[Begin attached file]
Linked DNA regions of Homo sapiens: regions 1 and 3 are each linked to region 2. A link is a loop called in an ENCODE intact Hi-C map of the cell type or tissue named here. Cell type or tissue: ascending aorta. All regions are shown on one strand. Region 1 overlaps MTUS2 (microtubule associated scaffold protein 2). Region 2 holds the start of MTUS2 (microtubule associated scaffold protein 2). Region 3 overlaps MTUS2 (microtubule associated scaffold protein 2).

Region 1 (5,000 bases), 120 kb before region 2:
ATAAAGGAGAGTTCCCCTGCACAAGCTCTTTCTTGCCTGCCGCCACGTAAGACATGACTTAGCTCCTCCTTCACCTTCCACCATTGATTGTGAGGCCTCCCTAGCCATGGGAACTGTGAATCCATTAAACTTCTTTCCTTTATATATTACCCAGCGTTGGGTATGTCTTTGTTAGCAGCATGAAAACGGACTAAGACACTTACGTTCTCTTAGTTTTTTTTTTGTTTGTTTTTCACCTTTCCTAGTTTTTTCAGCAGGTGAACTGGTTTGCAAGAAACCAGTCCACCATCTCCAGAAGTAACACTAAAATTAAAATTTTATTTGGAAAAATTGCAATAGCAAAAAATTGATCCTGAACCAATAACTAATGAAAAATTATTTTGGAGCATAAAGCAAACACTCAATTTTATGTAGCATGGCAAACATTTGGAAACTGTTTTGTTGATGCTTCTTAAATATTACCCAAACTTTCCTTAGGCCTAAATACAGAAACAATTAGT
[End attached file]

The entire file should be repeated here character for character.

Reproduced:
Linked DNA regions of Homo sapiens: regions 1 and 3 are each linked to region 2. A link is a loop called in an ENCODE intact Hi-C map of the cell type or tissue named here. Cell type or tissue: ascending aorta. All regions are shown on one strand. Region 1 overlaps MTUS2 (microtubule associated scaffold protein 2). Region 2 holds the start of MTUS2 (microtubule associated scaffold protein 2). Region 3 overlaps MTUS2 (microtubule associated scaffold protein 2).

Region 1 (5,000 bases), 120 kb before region 2:
ATAAAGGAGAGTTCCCCTGCACAAGCTCTTTCTTGCCTGCCGCCACGTAAGACATGACTTAGCTCCTCCTTCACCTTCCACCATTGATTGTGAGGCCTCCCTAGCCATGGGAACTGTGAATCCATTAAACTTCTTTCCTTTATATATTACCCAGCGTTGGGTATGTCTTTGTTAGCAGCATGAAAACGGACTAAGACACTTACGTTCTCTTAGTTTTTTTTTTGTTTGTTTTTCACCTTTCCTAGTTTTTTCAGCAGGTGAACTGGTTTGCAAGAAACCAGTCCACCATCTCCAGAAGTAACACTAAAATTAAAATTTTATTTGGAAAAATTGCAATAGCAAAAAATTGATCCTGAACCAATAACTAATGAAAAATTATTTTGGAGCATAAAGCAAACACTCAATTTTATGTAGCATGGCAAACATTTGGAAACTGTTTTGTTGATGCTTCTTAAATATTACCCAAACTTTCCTTAGGCCTAAATACAGAAACAATTAGT